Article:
3. @David F.: To be hon­est, Dis­ney him­self was quite over­rat­ed any­way. It was his friends & acolytes who did all the work, at least as far as the movies went. The Mick­ey Mouse car­toons were prob­a­bly a dif­fer­ent sto­ry, but as far as I’m con­cerned, that’s about all the cred­it he real­ly earned, was those shorts. Just about every­thing else was done by, well, every­body else.

    @David G.: I can agree with that.

    Posted by Steven | May 9, 2011, 12:28 am
  4. @Patrick: To be hon­est, I don’t think Dis­ney was even close to a hard­core fas­cist, and he did in fact, pro­duce quite a few anti-Nazi car­toons. But, I think we can both agree that Dis­ney found it high­ly con­ve­nient that the Nazis hat­ed ‘the Bol­she­viks’, and most like­ly allied with them due to his rather fer­vent anti-Com­mu­nist beliefs.
    Frankly, the same gen­er­al thing can be said for Hen­ry Ford as well(although his care­less­ness caused far more dam­age).

    Posted by Steven | October 27, 2011, 8:09 pm
  5. [...] [...]

    Posted by Why the sudden leftist interest in repub politics? - Page 3 | January 23, 2012, 1:22 pm
  6. [...] FTR #301 Mick­ey Mauschwitz, the Reac­tionary Pol­i­tics of Walt Dis­ney This entry was post­ed in Counter-Com­mu­nism, Media, Pro­pa­gan­da and tagged Car­toon­ists Guild, Catholic Church, Char­lie Chap­lin, East Coast, Evan­gel­i­cals, FBI, Gun­ther Less­ing, Hen­ry Ford, Hol­ly­wood, House Un-Amer­i­can Activ­i­ties Com­mit­tee, Inter­na­tion­al Jew­ry, Inter­na­tional Asso­ci­a­tion of The­atri­cal and Stage Employ­ees, J.Edgar Hoover, Leni Riefen­stahl, Marc Eliot, Steam­boat Willie, The Great Dic­ta­tor, The Trust, Thomas Edi­son, Walt Dis­ney, William Ran­dolph Hearst. Book­mark the perma­link. ← Inter­view with Jules Archer about the 1934 coup attempt to seize the White House [...]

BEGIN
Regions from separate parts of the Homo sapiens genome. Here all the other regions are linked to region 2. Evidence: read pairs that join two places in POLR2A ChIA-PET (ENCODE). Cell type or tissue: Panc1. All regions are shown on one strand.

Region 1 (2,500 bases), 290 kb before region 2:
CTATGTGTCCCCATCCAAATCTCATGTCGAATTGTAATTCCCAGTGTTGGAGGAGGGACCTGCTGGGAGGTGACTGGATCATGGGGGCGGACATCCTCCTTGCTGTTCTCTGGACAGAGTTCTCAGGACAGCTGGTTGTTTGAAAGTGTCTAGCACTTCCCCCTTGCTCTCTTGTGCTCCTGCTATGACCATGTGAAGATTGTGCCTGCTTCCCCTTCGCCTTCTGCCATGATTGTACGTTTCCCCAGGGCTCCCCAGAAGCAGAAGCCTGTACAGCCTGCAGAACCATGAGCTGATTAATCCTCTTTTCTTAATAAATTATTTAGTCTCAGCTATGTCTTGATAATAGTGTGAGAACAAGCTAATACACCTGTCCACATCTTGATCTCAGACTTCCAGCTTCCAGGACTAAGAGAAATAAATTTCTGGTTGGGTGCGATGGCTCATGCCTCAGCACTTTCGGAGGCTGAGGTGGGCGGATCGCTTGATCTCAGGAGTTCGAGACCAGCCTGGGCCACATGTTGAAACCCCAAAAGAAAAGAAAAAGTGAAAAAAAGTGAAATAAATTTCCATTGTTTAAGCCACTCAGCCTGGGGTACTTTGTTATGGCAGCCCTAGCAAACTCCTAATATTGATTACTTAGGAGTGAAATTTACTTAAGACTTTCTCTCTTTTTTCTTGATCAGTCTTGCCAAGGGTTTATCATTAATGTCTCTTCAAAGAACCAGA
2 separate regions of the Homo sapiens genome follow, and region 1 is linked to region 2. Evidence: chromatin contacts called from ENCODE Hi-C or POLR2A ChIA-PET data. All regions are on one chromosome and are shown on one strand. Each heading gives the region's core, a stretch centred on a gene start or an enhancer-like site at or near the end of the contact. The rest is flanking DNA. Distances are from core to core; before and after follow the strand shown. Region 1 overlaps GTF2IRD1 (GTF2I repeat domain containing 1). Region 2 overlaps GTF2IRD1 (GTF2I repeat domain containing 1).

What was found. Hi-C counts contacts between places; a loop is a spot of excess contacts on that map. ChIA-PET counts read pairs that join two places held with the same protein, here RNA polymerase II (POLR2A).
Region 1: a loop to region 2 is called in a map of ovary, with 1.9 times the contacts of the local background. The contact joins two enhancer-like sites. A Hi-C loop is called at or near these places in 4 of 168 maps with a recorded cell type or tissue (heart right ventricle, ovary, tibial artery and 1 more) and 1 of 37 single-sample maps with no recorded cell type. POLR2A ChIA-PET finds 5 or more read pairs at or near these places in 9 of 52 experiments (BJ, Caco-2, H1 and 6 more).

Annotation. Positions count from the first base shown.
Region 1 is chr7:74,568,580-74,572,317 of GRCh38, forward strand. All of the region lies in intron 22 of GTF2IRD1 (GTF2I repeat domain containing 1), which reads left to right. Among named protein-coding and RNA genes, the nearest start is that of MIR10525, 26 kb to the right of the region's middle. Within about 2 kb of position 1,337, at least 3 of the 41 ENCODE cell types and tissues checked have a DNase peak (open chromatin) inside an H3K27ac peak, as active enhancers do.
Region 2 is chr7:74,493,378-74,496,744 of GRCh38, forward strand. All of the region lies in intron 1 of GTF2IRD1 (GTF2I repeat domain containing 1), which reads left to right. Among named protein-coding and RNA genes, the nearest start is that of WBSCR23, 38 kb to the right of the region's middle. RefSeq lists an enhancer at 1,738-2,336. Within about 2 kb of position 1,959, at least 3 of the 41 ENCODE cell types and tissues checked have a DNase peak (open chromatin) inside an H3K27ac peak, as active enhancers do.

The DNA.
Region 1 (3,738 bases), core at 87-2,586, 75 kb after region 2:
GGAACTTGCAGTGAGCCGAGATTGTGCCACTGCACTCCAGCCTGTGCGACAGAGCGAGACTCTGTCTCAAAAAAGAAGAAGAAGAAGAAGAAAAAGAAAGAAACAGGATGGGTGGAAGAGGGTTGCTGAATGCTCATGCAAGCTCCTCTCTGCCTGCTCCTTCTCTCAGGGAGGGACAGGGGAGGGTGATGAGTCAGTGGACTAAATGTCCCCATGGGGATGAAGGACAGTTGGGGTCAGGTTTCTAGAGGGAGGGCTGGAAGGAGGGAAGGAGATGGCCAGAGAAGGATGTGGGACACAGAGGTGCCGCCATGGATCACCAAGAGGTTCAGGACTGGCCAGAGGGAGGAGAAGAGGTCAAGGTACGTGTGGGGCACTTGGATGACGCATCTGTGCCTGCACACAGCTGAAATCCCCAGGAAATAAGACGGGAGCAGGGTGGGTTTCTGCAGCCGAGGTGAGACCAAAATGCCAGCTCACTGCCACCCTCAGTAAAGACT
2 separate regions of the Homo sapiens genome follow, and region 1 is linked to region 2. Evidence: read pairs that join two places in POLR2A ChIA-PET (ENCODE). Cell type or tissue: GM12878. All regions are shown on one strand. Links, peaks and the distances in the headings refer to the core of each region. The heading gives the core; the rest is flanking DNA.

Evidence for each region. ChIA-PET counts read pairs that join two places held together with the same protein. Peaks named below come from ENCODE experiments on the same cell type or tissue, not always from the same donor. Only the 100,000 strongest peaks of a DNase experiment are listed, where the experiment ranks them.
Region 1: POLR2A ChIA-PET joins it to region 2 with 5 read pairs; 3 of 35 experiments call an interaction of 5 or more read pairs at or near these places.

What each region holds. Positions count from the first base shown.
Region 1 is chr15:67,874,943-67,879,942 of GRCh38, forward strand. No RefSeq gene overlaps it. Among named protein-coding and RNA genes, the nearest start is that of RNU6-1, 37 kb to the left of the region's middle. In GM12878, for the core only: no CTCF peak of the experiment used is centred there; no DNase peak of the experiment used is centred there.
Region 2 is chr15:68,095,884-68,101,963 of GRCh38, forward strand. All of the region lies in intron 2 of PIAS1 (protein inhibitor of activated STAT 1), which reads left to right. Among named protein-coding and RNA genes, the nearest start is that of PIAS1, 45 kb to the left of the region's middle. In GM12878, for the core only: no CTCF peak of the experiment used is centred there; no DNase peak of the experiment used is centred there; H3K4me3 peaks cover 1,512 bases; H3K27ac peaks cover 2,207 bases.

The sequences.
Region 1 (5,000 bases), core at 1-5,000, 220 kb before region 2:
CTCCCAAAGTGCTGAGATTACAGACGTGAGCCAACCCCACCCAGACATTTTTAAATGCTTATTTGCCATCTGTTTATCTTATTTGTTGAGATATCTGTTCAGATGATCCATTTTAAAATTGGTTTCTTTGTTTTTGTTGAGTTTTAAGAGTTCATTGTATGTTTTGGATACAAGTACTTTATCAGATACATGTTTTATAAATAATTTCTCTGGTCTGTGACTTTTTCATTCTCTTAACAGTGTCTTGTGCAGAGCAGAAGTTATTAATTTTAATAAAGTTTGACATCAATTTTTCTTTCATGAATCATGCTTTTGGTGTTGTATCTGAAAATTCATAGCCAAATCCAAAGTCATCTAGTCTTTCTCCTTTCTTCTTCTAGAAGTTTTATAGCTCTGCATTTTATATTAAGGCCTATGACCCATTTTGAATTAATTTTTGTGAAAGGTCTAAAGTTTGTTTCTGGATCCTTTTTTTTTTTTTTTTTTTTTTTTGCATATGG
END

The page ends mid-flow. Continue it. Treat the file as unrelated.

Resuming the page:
Posted by Discover the reactionary character of Walt Disney on For The Record | Lys-d'Or | July 26, 2012, 10:42 am
  7. This infor­ma­tion has an unnerv­ing res­o­nance in view of the police mur­ders and repres­sion occur­ring now in Ana­heim, in the shad­ow of Dis­ney­land.

    Posted by ironcloudz | August 1, 2012, 1:31 pm
  8. Here’s a remind that The Ghost of anti-Com­mu­nist Christ­mas Hys­ter­ics Past is one of the scari­er Christ­mas ghosts out there:

    Raw Sto­ry
    Ayn Rand helped the FBI inves­ti­gate whether ‘It’s a Won­der­ful Life’ was com­mie pro­pa­gan­da
    Michael Win­ship, Moy­ers & Com­pa­ny
    23 Dec 2014 at 14:28 ET

    A num­ber of years ago, I was telling a long­time city dweller friend of mine yet anoth­er sto­ry about the small, upstate New York town in which I grew up.

    Simul­ta­ne­ous­ly baf­fled and cap­ti­vat­ed, he said, “I think you were born and raised in Bed­ford Falls,” the fic­tion­al burg at the cen­ter of Frank Capra’s clas­sic Christ­mas movie, “It’s a Won­der­ful Life.”